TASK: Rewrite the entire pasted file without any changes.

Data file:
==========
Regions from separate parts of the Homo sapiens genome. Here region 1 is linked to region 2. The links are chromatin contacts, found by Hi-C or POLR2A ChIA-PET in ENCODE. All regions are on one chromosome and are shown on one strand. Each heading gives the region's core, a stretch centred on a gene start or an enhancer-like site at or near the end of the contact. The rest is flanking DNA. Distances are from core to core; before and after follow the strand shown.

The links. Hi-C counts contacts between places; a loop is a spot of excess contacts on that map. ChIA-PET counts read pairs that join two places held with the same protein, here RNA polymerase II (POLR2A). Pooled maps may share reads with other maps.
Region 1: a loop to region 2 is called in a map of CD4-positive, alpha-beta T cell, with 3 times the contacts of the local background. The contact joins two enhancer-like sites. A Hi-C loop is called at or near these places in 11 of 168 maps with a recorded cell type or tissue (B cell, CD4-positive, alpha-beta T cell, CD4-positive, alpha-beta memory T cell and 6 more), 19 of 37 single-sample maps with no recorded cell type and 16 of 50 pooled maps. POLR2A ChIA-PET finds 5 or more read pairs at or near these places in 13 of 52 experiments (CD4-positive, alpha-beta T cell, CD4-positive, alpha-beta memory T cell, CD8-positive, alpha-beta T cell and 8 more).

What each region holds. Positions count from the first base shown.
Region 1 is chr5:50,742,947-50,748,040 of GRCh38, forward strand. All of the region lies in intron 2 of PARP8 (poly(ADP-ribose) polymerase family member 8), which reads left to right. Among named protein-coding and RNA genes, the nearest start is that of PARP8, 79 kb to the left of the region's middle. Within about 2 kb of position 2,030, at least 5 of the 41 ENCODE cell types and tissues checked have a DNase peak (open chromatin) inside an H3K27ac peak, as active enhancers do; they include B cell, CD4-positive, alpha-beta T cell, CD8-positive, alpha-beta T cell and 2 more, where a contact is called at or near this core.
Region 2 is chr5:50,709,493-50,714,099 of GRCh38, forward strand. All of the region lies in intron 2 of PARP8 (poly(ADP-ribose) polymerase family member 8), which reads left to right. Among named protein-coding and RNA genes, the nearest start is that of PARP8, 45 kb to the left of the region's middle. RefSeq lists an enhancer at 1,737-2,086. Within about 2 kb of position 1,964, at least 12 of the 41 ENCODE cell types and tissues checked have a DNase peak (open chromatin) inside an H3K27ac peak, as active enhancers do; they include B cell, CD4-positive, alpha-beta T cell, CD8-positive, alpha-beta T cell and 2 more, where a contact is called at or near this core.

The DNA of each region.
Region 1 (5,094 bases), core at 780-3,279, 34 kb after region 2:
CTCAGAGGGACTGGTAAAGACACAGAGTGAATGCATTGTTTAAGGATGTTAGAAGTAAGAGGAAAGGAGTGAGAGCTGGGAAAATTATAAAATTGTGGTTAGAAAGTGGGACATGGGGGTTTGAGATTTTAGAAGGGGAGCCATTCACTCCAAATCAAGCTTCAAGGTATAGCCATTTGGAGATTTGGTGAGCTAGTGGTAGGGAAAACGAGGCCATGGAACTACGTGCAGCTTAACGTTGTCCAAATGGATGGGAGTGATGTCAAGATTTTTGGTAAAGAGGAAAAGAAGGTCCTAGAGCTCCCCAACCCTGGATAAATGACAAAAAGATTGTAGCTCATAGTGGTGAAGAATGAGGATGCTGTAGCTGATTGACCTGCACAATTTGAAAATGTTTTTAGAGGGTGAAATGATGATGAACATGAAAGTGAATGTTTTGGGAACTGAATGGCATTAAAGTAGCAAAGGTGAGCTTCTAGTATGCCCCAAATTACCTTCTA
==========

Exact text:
Regions from separate parts of the Homo sapiens genome. Here region 1 is linked to region 2. The links are chromatin contacts, found by Hi-C or POLR2A ChIA-PET in ENCODE. All regions are on one chromosome and are shown on one strand. Each heading gives the region's core, a stretch centred on a gene start or an enhancer-like site at or near the end of the contact. The rest is flanking DNA. Distances are from core to core; before and after follow the strand shown.

The links. Hi-C counts contacts between places; a loop is a spot of excess contacts on that map. ChIA-PET counts read pairs that join two places held with the same protein, here RNA polymerase II (POLR2A). Pooled maps may share reads with other maps.
Region 1: a loop to region 2 is called in a map of CD4-positive, alpha-beta T cell, with 3 times the contacts of the local background. The contact joins two enhancer-like sites. A Hi-C loop is called at or near these places in 11 of 168 maps with a recorded cell type or tissue (B cell, CD4-positive, alpha-beta T cell, CD4-positive, alpha-beta memory T cell and 6 more), 19 of 37 single-sample maps with no recorded cell type and 16 of 50 pooled maps. POLR2A ChIA-PET finds 5 or more read pairs at or near these places in 13 of 52 experiments (CD4-positive, alpha-beta T cell, CD4-positive, alpha-beta memory T cell, CD8-positive, alpha-beta T cell and 8 more).

What each region holds. Positions count from the first base shown.
Region 1 is chr5:50,742,947-50,748,040 of GRCh38, forward strand. All of the region lies in intron 2 of PARP8 (poly(ADP-ribose) polymerase family member 8), which reads left to right. Among named protein-coding and RNA genes, the nearest start is that of PARP8, 79 kb to the left of the region's middle. Within about 2 kb of position 2,030, at least 5 of the 41 ENCODE cell types and tissues checked have a DNase peak (open chromatin) inside an H3K27ac peak, as active enhancers do; they include B cell, CD4-positive, alpha-beta T cell, CD8-positive, alpha-beta T cell and 2 more, where a contact is called at or near this core.
Region 2 is chr5:50,709,493-50,714,099 of GRCh38, forward strand. All of the region lies in intron 2 of PARP8 (poly(ADP-ribose) polymerase family member 8), which reads left to right. Among named protein-coding and RNA genes, the nearest start is that of PARP8, 45 kb to the left of the region's middle. RefSeq lists an enhancer at 1,737-2,086. Within about 2 kb of position 1,964, at least 12 of the 41 ENCODE cell types and tissues checked have a DNase peak (open chromatin) inside an H3K27ac peak, as active enhancers do; they include B cell, CD4-positive, alpha-beta T cell, CD8-positive, alpha-beta T cell and 2 more, where a contact is called at or near this core.

The DNA of each region.
Region 1 (5,094 bases), core at 780-3,279, 34 kb after region 2:
CTCAGAGGGACTGGTAAAGACACAGAGTGAATGCATTGTTTAAGGATGTTAGAAGTAAGAGGAAAGGAGTGAGAGCTGGGAAAATTATAAAATTGTGGTTAGAAAGTGGGACATGGGGGTTTGAGATTTTAGAAGGGGAGCCATTCACTCCAAATCAAGCTTCAAGGTATAGCCATTTGGAGATTTGGTGAGCTAGTGGTAGGGAAAACGAGGCCATGGAACTACGTGCAGCTTAACGTTGTCCAAATGGATGGGAGTGATGTCAAGATTTTTGGTAAAGAGGAAAAGAAGGTCCTAGAGCTCCCCAACCCTGGATAAATGACAAAAAGATTGTAGCTCATAGTGGTGAAGAATGAGGATGCTGTAGCTGATTGACCTGCACAATTTGAAAATGTTTTTAGAGGGTGAAATGATGATGAACATGAAAGTGAATGTTTTGGGAACTGAATGGCATTAAAGTAGCAAAGGTGAGCTTCTAGTATGCCCCAAATTACCTTCTA